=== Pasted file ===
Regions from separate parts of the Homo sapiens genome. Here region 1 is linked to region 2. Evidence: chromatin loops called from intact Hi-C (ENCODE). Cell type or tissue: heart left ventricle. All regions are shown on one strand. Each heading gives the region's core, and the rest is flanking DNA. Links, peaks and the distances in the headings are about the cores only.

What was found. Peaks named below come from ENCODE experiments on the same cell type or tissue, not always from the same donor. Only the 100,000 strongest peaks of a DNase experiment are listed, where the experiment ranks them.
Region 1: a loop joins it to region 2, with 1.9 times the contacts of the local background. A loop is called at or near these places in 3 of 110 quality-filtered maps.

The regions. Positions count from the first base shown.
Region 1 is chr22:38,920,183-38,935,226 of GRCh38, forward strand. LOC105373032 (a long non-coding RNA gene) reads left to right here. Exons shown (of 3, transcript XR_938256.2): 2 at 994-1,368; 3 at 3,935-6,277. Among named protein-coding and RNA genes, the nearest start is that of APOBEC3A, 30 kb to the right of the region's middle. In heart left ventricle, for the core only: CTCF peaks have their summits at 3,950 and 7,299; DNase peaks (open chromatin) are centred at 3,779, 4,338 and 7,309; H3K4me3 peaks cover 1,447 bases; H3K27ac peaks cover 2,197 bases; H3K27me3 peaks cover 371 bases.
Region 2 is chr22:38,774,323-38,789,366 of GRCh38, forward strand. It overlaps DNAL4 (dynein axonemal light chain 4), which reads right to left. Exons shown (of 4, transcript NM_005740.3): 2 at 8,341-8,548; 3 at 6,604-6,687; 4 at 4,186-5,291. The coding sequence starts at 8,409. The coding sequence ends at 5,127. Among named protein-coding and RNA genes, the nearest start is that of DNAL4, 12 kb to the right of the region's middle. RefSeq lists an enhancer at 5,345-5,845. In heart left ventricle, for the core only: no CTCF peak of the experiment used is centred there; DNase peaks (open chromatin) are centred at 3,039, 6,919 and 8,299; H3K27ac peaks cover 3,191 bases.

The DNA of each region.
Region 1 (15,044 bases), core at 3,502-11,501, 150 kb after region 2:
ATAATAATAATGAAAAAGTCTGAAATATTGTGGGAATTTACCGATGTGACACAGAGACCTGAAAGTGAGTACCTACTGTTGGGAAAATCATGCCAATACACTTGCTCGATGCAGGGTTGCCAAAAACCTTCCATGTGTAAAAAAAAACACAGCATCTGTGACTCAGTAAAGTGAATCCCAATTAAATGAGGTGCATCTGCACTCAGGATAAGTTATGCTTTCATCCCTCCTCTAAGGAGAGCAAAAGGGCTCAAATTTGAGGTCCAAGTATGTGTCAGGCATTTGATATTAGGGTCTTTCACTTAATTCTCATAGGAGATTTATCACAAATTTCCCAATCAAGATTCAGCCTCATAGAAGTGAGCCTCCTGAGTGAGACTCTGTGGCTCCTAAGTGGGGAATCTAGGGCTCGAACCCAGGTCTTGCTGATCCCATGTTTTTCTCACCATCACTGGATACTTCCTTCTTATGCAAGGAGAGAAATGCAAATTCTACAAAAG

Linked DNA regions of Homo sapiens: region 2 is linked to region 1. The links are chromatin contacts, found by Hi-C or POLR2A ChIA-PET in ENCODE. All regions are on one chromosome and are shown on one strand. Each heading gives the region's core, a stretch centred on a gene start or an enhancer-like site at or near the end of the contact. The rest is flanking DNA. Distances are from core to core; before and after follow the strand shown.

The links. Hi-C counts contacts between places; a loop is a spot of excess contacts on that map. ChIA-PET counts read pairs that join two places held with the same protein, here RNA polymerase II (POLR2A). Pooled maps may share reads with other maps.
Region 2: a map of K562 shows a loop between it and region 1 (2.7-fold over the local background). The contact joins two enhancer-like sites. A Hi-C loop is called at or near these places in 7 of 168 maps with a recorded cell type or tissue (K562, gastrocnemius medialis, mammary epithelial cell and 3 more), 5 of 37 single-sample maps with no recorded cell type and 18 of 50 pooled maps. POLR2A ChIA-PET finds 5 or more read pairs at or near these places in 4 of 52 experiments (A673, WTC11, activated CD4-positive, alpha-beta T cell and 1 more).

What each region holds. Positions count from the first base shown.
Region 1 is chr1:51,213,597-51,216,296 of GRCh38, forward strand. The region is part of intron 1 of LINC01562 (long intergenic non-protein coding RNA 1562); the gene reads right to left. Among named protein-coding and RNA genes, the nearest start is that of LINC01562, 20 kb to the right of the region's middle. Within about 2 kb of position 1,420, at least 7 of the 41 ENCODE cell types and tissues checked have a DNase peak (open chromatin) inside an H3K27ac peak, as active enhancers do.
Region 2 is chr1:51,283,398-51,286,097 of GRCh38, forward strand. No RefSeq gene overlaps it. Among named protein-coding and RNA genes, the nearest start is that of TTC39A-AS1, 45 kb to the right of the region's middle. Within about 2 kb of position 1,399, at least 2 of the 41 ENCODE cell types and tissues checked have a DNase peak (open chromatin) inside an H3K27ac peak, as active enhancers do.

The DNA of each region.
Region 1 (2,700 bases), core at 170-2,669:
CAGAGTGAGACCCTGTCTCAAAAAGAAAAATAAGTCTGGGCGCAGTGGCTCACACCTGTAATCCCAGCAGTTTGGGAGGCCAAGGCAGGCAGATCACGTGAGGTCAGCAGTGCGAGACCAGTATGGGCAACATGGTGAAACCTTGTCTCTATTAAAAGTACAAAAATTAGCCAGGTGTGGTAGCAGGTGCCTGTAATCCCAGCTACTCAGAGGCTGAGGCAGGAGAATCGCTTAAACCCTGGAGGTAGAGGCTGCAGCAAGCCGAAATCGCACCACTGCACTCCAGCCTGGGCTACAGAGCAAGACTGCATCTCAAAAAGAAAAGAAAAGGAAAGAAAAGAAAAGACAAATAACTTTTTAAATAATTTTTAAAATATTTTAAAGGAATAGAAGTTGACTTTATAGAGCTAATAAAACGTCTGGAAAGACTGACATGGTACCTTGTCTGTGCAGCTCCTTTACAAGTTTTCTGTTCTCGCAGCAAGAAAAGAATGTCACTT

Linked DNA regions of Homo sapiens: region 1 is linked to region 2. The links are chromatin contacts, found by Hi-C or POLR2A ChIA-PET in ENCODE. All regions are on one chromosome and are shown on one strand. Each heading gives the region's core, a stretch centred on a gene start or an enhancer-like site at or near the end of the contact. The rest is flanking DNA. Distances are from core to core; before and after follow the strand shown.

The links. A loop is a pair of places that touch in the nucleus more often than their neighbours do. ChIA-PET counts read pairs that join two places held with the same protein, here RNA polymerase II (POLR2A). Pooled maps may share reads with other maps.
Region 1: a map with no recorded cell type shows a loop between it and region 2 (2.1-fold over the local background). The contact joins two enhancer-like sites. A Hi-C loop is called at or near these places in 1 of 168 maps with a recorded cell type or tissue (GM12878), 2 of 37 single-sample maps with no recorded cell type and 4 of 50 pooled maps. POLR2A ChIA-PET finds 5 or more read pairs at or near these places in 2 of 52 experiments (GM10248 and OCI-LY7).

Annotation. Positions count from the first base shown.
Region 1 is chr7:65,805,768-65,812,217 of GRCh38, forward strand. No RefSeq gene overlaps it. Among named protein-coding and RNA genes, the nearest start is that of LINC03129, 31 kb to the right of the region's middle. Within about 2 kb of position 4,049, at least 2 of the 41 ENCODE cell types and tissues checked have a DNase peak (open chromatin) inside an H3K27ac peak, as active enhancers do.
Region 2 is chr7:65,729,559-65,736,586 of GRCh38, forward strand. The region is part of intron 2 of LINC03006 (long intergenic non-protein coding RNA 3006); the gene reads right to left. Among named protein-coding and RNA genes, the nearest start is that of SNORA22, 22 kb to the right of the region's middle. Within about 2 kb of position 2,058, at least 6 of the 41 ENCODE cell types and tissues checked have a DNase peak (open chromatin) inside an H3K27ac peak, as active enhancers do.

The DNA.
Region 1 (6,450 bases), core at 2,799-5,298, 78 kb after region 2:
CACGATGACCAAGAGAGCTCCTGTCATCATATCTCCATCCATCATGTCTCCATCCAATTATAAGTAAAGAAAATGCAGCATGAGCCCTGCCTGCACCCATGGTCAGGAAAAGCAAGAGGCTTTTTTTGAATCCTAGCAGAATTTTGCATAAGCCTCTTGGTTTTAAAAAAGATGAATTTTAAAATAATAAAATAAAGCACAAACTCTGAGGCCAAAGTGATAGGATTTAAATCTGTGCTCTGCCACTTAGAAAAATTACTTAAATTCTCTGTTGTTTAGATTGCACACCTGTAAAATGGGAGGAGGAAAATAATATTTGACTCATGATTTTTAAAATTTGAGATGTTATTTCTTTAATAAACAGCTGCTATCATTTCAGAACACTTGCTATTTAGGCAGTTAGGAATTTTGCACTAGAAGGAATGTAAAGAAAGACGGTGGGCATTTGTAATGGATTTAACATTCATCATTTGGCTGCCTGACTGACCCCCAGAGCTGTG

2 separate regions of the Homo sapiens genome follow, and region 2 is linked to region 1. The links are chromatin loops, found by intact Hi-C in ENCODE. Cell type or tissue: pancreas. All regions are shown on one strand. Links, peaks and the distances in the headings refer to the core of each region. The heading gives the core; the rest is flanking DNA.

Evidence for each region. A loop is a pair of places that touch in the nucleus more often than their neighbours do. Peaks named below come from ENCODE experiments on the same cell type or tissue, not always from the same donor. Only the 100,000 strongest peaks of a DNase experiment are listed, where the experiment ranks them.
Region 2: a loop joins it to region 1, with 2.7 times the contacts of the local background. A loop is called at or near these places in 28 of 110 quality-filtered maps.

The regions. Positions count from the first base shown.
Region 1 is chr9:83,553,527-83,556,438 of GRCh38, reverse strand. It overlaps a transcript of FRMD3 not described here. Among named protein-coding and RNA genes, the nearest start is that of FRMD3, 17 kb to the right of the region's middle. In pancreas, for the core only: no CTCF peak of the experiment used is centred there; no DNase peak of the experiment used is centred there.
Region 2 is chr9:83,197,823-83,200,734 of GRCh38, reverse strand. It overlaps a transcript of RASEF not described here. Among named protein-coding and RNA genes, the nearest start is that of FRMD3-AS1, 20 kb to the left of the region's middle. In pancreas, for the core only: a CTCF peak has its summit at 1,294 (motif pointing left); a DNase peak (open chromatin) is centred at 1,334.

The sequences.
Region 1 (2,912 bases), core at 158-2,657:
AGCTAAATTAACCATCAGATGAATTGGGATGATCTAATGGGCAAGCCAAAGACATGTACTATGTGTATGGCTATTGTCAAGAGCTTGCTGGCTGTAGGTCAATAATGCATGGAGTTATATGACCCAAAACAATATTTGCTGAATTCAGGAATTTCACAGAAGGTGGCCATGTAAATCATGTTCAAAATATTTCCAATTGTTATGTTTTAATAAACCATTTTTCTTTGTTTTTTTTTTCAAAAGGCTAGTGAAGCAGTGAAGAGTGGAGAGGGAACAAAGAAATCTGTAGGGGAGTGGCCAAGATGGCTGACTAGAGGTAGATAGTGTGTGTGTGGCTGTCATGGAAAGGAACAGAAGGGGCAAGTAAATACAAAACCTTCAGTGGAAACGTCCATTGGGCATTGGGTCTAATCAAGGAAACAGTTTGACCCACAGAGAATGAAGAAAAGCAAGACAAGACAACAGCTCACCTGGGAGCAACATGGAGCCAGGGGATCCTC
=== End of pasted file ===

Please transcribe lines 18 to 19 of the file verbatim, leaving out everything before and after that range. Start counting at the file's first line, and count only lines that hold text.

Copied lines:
CAGAGTGAGACCCTGTCTCAAAAAGAAAAATAAGTCTGGGCGCAGTGGCTCACACCTGTAATCCCAGCAGTTTGGGAGGCCAAGGCAGGCAGATCACGTGAGGTCAGCAGTGCGAGACCAGTATGGGCAACATGGTGAAACCTTGTCTCTATTAAAAGTACAAAAATTAGCCAGGTGTGGTAGCAGGTGCCTGTAATCCCAGCTACTCAGAGGCTGAGGCAGGAGAATCGCTTAAACCCTGGAGGTAGAGGCTGCAGCAAGCCGAAATCGCACCACTGCACTCCAGCCTGGGCTACAGAGCAAGACTGCATCTCAAAAAGAAAAGAAAAGGAAAGAAAAGAAAAGACAAATAACTTTTTAAATAATTTTTAAAATATTTTAAAGGAATAGAAGTTGACTTTATAGAGCTAATAAAACGTCTGGAAAGACTGACATGGTACCTTGTCTGTGCAGCTCCTTTACAAGTTTTCTGTTCTCGCAGCAAGAAAAGAATGTCACTT

Linked DNA regions of Homo sapiens: region 1 is linked to region 2. The links are chromatin contacts, found by Hi-C or POLR2A ChIA-PET in ENCODE. All regions are on one chromosome and are shown on one strand. Each heading gives the region's core, a stretch centred on a gene start or an enhancer-like site at or near the end of the contact. The rest is flanking DNA. Distances are from core to core; before and after follow the strand shown.